On the first Sunday of each new year, John Wesley, the founder of the Methodist movement, would regularly urge his congregations to “wholly give themselves up to God, and to renew at every point their covenant that the Lord should be their God.”  At first hearing it sounds like just another New Year’s resolution, something like, “I resolve to be a better Christian this year.”  But it’s not a resolution, it’s a covenant, and here’s the difference: while a resolution is something you can make or break on your own, a covenant is something you enter into with someone else.  Probably the best modern example is the marriage covenant, where two people stand before a minister who asks, “Do you promise to take each other for better or for worse, for richer or for poorer, in sickness and in health?”  They each say yes, but they know that their ability to keep those vows and to make that marriage work is largely dependent on that other person.  If he walks out there’s not much she can do.  If she gives up there’s not much he can do.  But imagine a marriage in which one spouse is so loving, so giving, so generous, thoughtful, and attentive that the other spouse is inspired to live up to those wedding vows, and who keeps them, faithfully, day after day, because there is so much to keep them for. 

And now imagine that covenant you made with Christ all those years ago when you were baptized, when you stood before a congregation and said, “Jesus is Lord.”  Has he not been loving, giving, generous, thoughtful, and attentive in the years since then?  Has he not inspired you every day, in every way, to keep up your end of the covenant?  When I picture that relationship, I picture someone smiling.  So, on this New Year’s Day I’d like to invite you to renew your covenant with Christ, to say in essence, “I’d do it all over again, Lord.  I would make my solemn promises to you.  And I would not only make them but keep them, because it’s not only up to me.  This is not a New Year’s resolution it’s a covenant.  You and I have entered into it together.  And because we have I can be assured that even on those days when I find it hard to keep up my end of the bargain you will keep up yours.  That’s just who you are, and that’s just how it is, and if I have anything to do with it, that’s how it will always be, so help me God.”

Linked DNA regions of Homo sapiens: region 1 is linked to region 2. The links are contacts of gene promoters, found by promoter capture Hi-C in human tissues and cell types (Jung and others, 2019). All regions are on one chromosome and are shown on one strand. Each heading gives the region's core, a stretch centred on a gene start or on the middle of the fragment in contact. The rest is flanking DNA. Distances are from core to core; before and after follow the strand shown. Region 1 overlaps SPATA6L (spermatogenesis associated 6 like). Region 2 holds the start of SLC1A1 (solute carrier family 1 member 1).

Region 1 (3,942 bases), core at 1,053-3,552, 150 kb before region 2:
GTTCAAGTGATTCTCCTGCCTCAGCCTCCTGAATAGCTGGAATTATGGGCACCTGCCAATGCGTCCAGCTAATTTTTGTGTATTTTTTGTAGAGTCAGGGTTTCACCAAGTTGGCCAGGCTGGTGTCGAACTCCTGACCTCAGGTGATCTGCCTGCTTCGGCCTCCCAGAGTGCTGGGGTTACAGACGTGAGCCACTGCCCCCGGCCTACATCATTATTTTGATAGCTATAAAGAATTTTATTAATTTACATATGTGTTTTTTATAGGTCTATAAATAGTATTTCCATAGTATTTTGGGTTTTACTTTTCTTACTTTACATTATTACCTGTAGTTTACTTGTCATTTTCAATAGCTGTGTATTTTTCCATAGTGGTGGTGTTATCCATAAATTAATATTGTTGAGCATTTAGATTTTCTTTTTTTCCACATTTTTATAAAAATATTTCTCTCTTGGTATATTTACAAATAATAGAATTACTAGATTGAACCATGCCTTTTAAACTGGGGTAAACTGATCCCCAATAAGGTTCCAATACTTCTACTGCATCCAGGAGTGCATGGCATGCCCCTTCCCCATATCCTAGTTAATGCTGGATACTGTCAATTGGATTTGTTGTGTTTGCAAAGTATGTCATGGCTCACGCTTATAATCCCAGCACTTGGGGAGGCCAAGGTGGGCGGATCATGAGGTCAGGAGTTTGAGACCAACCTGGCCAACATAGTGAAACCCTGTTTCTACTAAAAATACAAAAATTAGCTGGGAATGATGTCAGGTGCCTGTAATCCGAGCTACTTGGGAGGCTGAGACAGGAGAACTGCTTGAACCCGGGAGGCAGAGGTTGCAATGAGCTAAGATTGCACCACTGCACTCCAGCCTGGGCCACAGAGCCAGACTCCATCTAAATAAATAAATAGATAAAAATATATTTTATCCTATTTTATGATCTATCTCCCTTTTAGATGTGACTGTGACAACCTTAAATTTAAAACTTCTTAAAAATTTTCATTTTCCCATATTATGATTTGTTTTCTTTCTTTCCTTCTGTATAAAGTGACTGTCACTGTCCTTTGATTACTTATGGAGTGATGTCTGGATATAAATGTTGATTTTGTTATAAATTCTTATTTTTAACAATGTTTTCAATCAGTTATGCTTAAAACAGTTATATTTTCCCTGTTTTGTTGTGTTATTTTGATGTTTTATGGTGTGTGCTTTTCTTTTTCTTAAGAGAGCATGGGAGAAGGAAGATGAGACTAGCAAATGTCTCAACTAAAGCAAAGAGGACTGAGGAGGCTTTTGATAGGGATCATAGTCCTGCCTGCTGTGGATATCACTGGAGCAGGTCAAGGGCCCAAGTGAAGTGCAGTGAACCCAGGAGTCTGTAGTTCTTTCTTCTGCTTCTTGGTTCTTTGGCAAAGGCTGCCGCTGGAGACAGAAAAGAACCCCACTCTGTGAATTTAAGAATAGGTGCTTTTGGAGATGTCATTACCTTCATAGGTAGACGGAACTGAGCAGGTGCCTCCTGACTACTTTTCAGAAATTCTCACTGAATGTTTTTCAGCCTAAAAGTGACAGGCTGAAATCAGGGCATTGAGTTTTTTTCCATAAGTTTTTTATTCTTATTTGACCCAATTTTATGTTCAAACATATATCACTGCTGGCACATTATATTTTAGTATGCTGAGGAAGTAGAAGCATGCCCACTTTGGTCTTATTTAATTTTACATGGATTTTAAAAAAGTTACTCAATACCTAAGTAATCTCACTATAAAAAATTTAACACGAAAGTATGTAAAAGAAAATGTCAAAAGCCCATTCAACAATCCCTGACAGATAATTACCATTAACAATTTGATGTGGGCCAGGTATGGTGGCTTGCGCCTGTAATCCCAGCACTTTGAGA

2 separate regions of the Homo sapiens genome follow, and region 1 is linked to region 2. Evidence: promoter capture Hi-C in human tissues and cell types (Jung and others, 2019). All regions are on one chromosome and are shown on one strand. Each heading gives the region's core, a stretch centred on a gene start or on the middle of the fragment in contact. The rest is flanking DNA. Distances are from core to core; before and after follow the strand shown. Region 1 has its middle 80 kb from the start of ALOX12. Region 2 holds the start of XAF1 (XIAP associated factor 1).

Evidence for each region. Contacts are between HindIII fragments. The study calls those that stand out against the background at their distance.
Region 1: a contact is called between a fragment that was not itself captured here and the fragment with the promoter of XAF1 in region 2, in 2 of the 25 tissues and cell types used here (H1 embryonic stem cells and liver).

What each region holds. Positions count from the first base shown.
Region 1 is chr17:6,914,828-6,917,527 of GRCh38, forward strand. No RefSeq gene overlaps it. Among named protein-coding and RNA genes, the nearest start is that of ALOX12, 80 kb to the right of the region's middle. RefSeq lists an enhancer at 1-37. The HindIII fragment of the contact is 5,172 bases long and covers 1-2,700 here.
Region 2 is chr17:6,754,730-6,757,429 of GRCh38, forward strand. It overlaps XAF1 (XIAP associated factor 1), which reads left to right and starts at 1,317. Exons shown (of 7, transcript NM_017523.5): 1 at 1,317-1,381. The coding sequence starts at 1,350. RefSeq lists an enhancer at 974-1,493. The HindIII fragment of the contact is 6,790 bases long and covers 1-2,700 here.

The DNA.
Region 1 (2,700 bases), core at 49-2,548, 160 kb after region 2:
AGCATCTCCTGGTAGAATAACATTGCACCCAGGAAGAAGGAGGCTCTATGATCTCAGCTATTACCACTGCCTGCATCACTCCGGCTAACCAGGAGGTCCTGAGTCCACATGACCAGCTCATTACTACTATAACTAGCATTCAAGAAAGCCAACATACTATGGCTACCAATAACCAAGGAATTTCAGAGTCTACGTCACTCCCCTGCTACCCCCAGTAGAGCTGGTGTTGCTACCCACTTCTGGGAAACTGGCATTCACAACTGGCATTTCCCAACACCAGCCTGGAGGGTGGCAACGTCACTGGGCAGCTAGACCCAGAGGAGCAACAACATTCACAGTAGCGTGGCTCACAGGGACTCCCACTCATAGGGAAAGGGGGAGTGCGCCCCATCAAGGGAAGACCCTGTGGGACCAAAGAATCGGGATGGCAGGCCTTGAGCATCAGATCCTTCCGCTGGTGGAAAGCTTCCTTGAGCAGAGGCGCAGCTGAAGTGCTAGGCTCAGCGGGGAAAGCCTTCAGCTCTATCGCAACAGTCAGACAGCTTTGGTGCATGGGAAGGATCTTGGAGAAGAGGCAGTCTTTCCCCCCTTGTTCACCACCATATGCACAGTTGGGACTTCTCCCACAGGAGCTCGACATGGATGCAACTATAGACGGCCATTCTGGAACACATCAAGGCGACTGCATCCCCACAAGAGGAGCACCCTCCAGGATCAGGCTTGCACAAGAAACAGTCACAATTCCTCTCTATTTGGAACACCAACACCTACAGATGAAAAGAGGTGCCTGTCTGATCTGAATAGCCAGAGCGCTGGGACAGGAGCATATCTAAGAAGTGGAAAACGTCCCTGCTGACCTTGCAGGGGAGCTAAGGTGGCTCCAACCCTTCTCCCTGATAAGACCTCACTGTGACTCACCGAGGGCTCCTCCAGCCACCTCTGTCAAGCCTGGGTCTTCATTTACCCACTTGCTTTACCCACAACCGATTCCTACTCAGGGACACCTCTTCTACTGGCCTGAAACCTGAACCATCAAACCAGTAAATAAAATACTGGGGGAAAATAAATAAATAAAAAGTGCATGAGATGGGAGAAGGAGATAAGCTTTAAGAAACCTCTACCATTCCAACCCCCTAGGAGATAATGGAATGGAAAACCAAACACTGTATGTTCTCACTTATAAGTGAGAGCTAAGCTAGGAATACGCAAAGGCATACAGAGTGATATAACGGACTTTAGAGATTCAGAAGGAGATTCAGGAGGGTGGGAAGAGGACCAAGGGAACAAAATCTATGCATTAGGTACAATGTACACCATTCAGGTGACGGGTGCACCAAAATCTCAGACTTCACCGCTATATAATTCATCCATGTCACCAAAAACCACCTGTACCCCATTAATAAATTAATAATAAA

If those words speak for you, then join me in the renewal of covenant, as we follow the order of service printed in the bulletin:

-------------------------

In the old covenant, God chose Israel to be a special people and to obey the law.
Our Lord Jesus Christ, by his death and resurrection,
Has made a new covenant with all who trust in him.
We stand within this covenant and we bear his name.
On the one side, God promises in this covenant to give us new life in Christ.
On the other side, we are pledged to live not for ourselves but for God.
Today, therefore, we meet to renew the covenant which binds us to God.

The people stand, as able

Friends, let us claim the covenant God has made with his people,
And accept the yoke of Christ.
To accept the yoke of Christ means that we allow Christ to guide all that we do and are,
and that Christ himself is our only reward.
Christ has many services to be done;
Some are easy, others are difficult;
Some make others applaud us, others bring only reproach;
Some we desire to do because of our own interests; others seem unnatural.
Sometimes we please Christ and meet our own needs,
At other times we cannot please Christ unless we deny ourselves.
Yet Christ strengthens us and gives us the power to do all these things.
Therefore let us make this covenant of God our own.
Let us give ourselves completely to God,
Trusting in his promises and relying on his grace.

I give myself completely to you, God.
Assign me to my place in your creation.
Let me suffer for you.
Give me the work you would have me do.
Give me many tasks
Or have me step aside while you call others.
Put me forward or humble me.
Give me riches or let me live in poverty.
I freely give all that I am and all that I have to you.
And now, holy God, Father, Son, and Holy Spirit,
You are mine and I am yours.  So be it.
May this covenant made on earth continue for all eternity.
Amen.
 

Jim Somerville, 2012